Prof. Dr. M. Ptok, head of the clinic for phoniatrics and pediatric audiology in Hanover, reported in the magazine "Sprach-Sprach-Hearing" (issue 31 (3) / 2007) of the results of Chinese scientists on a positive effect of acupuncture on the ability to speak with existing aphasia . Most acupuncture treatments have shown improvements in certain sounds after acupuncture treatments. In motor aphasia in particular, this seems to be an effective additional treatment.

In the case of speech comprehension disorders (sensory aphasia), on the other hand, according to scientific knowledge, biofeedback procedures are more suitable, whereby the affected people get feedback from their own physiological processes (such as brain activity and heart rate) to improve their impaired self-perception.

Relaxation procedures and hypnosis

For speech therapy it is important to create the most relaxed atmosphere possible for good learning success. The general relaxation effect and the reduction of stress reactions in those affected mean that they have better access to their own language. To this end, home remedies for stress relief can be used as additional supportive measures, including a variety of relaxation methods such as progressive muscle relaxation (PMR), autogenic training (AT), meditation and breathing exercises.

In hypnotherapy, which also creates a state of relaxation, the flow of speech can also be stimulated symbolically and figuratively, for example with the idea of ​​a flowing water that encounters obstacles and overcomes them "fluently". Because hypnosis works with unconscious processes, people with severe intellectual losses and reduced ability to concentrate and remember can also benefit from this type of treatment (Revenstorf and Burkhard, 2001).

Other alternative therapeutic approaches

A number of other, in particular pedagogically and psychologically oriented, alternatives are also used successfully in aphasia treatment. These include, for example, animal-assisted therapies and garden therapy. The relaxation effect and the healing effects of nature support you on your way back to language.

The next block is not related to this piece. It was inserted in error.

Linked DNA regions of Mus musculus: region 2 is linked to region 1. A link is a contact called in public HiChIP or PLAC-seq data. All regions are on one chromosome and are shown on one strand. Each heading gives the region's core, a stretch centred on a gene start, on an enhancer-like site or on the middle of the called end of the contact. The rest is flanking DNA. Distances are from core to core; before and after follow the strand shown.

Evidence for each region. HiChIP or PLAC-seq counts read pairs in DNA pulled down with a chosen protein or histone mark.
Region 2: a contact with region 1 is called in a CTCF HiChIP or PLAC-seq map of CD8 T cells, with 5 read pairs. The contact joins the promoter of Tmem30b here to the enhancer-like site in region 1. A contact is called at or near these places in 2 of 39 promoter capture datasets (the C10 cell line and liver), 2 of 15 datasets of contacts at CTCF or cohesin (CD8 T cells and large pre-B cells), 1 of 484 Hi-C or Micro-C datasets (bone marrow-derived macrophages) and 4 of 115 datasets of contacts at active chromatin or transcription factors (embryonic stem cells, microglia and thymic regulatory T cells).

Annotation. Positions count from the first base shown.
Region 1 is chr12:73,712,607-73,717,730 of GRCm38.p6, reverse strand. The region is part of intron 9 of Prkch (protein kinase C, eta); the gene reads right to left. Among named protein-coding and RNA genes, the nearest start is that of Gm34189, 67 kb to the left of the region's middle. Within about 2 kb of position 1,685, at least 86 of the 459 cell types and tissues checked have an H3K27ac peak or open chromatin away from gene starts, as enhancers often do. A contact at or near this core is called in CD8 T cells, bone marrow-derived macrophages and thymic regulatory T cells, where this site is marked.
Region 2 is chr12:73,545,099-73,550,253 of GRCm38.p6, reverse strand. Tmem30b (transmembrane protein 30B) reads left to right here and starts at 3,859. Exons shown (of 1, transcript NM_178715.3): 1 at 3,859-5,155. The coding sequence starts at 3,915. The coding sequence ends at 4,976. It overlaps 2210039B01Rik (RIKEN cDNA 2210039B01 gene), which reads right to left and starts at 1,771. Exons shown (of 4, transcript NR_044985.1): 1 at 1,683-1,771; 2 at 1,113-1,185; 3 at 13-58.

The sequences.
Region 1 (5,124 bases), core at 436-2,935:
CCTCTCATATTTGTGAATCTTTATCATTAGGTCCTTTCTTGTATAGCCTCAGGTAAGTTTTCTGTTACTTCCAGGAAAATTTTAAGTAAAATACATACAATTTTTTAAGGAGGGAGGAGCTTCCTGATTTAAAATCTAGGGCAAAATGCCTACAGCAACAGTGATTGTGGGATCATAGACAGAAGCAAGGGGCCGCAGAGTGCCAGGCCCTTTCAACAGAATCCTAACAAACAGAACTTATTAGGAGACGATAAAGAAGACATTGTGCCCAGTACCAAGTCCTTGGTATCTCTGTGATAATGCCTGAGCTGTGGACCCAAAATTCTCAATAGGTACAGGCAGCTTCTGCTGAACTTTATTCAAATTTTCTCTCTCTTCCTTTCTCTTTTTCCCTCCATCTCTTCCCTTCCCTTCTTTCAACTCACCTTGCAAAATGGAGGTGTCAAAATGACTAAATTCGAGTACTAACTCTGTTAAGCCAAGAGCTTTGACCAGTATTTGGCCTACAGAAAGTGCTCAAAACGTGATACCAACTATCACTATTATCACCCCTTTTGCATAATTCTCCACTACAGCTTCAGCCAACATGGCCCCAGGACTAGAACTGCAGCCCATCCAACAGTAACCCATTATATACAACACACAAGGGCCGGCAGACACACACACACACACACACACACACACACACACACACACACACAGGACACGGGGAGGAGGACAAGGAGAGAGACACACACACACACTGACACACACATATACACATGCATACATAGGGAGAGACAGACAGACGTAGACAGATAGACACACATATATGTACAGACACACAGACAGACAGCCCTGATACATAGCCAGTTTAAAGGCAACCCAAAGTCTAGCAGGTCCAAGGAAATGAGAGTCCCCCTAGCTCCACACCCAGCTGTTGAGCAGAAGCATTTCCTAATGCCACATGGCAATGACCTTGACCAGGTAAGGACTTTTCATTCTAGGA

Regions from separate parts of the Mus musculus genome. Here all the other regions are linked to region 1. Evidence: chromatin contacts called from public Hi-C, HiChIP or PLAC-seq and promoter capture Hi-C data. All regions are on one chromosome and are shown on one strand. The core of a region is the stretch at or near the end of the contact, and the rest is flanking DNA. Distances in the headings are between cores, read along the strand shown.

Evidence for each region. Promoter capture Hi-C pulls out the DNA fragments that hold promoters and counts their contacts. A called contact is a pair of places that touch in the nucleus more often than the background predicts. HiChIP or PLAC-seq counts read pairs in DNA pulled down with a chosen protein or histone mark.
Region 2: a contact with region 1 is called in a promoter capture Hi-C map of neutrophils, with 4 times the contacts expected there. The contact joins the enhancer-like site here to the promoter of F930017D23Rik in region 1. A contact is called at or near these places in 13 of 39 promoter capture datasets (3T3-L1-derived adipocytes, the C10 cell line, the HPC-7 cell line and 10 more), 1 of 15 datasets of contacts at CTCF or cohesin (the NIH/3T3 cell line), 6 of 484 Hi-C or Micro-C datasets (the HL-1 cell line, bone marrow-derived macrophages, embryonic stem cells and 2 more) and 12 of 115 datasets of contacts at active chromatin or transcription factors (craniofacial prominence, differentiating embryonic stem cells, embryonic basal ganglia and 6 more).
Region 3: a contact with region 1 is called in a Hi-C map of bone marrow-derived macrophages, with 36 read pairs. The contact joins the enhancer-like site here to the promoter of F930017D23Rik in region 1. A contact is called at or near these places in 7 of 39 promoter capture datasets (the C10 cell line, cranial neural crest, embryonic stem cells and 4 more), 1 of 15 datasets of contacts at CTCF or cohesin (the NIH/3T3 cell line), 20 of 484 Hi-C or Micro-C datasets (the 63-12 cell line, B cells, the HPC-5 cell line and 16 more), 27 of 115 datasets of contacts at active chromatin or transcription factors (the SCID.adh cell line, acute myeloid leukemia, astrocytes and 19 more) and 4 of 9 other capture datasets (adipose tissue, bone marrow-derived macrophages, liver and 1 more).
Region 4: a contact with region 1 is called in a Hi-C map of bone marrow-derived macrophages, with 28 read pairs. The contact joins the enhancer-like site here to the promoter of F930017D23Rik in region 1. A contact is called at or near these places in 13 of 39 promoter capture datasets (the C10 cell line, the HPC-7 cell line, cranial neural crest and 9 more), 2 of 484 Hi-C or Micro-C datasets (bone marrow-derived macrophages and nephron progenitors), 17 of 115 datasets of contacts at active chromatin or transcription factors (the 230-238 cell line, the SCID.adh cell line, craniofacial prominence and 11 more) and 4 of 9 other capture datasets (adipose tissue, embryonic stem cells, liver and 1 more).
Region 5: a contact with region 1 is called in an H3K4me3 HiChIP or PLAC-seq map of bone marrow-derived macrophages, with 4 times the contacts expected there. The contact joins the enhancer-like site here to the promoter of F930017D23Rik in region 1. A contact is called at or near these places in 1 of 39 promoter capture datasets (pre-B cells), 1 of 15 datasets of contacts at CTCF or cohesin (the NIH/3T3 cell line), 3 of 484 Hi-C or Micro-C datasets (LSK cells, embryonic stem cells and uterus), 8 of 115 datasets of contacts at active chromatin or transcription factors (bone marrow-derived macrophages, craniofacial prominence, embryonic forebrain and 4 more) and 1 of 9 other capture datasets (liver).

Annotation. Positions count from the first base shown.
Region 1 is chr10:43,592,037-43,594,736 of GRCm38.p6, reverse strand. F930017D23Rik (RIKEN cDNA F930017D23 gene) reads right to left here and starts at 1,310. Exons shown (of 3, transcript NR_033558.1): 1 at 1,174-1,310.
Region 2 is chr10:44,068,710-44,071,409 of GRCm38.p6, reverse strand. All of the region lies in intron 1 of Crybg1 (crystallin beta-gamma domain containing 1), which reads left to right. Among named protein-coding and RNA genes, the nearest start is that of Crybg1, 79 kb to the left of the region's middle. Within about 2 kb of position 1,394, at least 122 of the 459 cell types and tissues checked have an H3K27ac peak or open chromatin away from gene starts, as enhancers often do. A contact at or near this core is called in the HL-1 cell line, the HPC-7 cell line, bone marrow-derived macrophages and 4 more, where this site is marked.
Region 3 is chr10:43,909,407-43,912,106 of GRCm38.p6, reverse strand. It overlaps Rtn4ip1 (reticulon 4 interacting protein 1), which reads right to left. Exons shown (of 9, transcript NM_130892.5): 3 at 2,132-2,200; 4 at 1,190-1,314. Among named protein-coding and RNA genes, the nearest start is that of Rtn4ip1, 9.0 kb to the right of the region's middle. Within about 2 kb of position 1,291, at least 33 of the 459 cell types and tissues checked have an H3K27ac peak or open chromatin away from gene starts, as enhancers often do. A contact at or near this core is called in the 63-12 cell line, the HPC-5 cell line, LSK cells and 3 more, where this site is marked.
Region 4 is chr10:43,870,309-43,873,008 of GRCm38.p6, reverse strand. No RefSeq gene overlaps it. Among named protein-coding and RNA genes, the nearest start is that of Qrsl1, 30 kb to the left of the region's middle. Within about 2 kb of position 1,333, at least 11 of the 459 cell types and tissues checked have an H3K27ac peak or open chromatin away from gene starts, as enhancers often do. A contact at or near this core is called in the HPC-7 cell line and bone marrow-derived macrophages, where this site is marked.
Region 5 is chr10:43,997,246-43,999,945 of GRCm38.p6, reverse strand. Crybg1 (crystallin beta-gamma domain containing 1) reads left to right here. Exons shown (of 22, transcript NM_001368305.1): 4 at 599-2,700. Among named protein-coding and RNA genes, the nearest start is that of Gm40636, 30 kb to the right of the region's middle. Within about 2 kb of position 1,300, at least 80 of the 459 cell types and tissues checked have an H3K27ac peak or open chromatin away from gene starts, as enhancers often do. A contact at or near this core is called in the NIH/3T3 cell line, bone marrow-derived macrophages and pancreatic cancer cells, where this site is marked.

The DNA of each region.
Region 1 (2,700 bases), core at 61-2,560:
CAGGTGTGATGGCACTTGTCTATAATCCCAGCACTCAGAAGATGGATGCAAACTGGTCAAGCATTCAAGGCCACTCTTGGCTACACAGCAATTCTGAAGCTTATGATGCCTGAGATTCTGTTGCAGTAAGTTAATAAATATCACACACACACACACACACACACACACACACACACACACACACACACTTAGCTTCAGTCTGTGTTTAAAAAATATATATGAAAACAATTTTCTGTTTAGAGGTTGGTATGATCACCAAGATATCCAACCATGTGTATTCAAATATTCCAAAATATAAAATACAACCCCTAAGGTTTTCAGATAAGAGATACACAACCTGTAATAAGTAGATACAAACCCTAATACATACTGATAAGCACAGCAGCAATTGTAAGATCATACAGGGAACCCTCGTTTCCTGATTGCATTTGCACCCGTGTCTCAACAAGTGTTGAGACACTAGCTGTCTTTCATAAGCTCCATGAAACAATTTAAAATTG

A healthy, wholesome and as natural as possible diet with a sufficient intake of water promotes the general state of health and supports the necessary performance and regeneration of the body. Certain vitamins and minerals can also be used as a dietary supplement to optimize metabolism. (jvs, cs)

Author and source information

This text corresponds to the requirements of the medical literature, medical guidelines and current studies and has been checked by medical doctors.

Dr. rer. nat. Corinna Schultheis

Swell:

  • Luise Lutz: Understanding the silence: About aphasia, Springer, 4th revised. Edition, 2011
  • Prof. h.c. Ptok: relaxation therapy and acupuncture for communication disorders, language voice hearing, Thieme, 2007, DOI: 10.1055 / s-2007-985385
  • Revenstorf, Dirk (ed.), Peter, Burkhard (ed.): Hypnosis in Psychotherapy, Psychosomatics and Medicine: Manual für Praxis, Springer, 3rd and act. Edition, 2015
  • German Society for Neurology (DGN): S1 guideline for the rehabilitation of aphasic disorders after a stroke, as of September 2012 (accessed: June 24, 2019), dgn.org
  • Federal Association for the Rehabilitation of Aphasicians e. V .: Aphasia (call: June 24, 2019), aphasiker.de
  • German Stroke Aid Foundation: Forms and Effects of Aphasia (Call: June 24, 2019), schlaganfall-hilfe.de
  • Merck & Co., Inc.,: Aphasie (accessed: June 24, 2019), msdmanuals.com
  • Mayo Clinic: Aphasia (call: June 24, 2019), mayoclinic.org

ICD codes for this disease: F80, R47ICD codes are internationally valid encodings for medical diagnoses. You can find e.g. in doctor's letters or on disability certificates.


Video: Curing Aphasia: Part 1. The Social Cure, Linda Worrall (June 2022).